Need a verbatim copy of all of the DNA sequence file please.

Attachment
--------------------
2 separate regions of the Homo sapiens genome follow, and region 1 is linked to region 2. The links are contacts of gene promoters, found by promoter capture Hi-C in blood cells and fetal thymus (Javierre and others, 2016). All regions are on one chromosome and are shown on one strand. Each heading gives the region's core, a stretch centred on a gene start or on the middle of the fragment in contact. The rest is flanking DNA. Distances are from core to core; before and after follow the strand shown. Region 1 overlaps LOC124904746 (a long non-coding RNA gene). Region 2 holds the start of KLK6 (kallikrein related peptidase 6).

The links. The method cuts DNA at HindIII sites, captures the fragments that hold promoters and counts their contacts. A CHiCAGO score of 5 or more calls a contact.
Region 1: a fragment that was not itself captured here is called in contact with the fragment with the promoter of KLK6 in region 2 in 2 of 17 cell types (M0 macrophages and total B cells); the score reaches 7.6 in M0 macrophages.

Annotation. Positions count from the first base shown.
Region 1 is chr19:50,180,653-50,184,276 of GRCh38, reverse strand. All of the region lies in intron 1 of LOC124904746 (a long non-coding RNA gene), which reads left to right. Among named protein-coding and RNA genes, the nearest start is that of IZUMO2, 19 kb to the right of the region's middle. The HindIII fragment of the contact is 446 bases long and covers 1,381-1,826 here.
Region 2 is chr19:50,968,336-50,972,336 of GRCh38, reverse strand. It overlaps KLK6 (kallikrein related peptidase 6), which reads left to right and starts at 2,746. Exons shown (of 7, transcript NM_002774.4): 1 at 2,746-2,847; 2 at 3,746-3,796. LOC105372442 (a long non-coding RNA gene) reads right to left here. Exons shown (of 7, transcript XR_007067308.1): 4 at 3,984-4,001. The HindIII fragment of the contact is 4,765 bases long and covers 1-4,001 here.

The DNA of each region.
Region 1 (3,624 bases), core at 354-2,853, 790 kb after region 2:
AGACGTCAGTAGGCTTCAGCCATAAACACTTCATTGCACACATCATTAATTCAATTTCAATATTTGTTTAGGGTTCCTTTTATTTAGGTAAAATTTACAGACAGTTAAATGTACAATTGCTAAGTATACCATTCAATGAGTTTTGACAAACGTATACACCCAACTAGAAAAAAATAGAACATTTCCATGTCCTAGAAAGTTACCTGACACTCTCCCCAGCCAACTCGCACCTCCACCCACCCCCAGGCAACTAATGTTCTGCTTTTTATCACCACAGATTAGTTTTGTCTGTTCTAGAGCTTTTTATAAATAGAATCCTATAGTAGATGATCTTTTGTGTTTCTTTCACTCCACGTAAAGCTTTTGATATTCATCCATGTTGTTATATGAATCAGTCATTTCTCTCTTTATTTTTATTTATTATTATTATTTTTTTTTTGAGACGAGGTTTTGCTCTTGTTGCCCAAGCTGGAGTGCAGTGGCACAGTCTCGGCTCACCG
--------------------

2 separate regions of the Homo sapiens genome follow, and region 1 is linked to region 2. The links are contacts of gene promoters, found by promoter capture Hi-C in blood cells and fetal thymus (Javierre and others, 2016). All regions are on one chromosome and are shown on one strand. Each heading gives the region's core, a stretch centred on a gene start or on the middle of the fragment in contact. The rest is flanking DNA. Distances are from core to core; before and after follow the strand shown. Region 1 overlaps LOC124904746 (a long non-coding RNA gene). Region 2 holds the start of KLK6 (kallikrein related peptidase 6).

The links. The method cuts DNA at HindIII sites, captures the fragments that hold promoters and counts their contacts. A CHiCAGO score of 5 or more calls a contact.
Region 1: a fragment that was not itself captured here is called in contact with the fragment with the promoter of KLK6 in region 2 in 2 of 17 cell types (M0 macrophages and total B cells); the score reaches 7.6 in M0 macrophages.

Annotation. Positions count from the first base shown.
Region 1 is chr19:50,180,653-50,184,276 of GRCh38, reverse strand. All of the region lies in intron 1 of LOC124904746 (a long non-coding RNA gene), which reads left to right. Among named protein-coding and RNA genes, the nearest start is that of IZUMO2, 19 kb to the right of the region's middle. The HindIII fragment of the contact is 446 bases long and covers 1,381-1,826 here.
Region 2 is chr19:50,968,336-50,972,336 of GRCh38, reverse strand. It overlaps KLK6 (kallikrein related peptidase 6), which reads left to right and starts at 2,746. Exons shown (of 7, transcript NM_002774.4): 1 at 2,746-2,847; 2 at 3,746-3,796. LOC105372442 (a long non-coding RNA gene) reads right to left here. Exons shown (of 7, transcript XR_007067308.1): 4 at 3,984-4,001. The HindIII fragment of the contact is 4,765 bases long and covers 1-4,001 here.

The DNA of each region.
Region 1 (3,624 bases), core at 354-2,853, 790 kb after region 2:
AGACGTCAGTAGGCTTCAGCCATAAACACTTCATTGCACACATCATTAATTCAATTTCAATATTTGTTTAGGGTTCCTTTTATTTAGGTAAAATTTACAGACAGTTAAATGTACAATTGCTAAGTATACCATTCAATGAGTTTTGACAAACGTATACACCCAACTAGAAAAAAATAGAACATTTCCATGTCCTAGAAAGTTACCTGACACTCTCCCCAGCCAACTCGCACCTCCACCCACCCCCAGGCAACTAATGTTCTGCTTTTTATCACCACAGATTAGTTTTGTCTGTTCTAGAGCTTTTTATAAATAGAATCCTATAGTAGATGATCTTTTGTGTTTCTTTCACTCCACGTAAAGCTTTTGATATTCATCCATGTTGTTATATGAATCAGTCATTTCTCTCTTTATTTTTATTTATTATTATTATTTTTTTTTTGAGACGAGGTTTTGCTCTTGTTGCCCAAGCTGGAGTGCAGTGGCACAGTCTCGGCTCACCG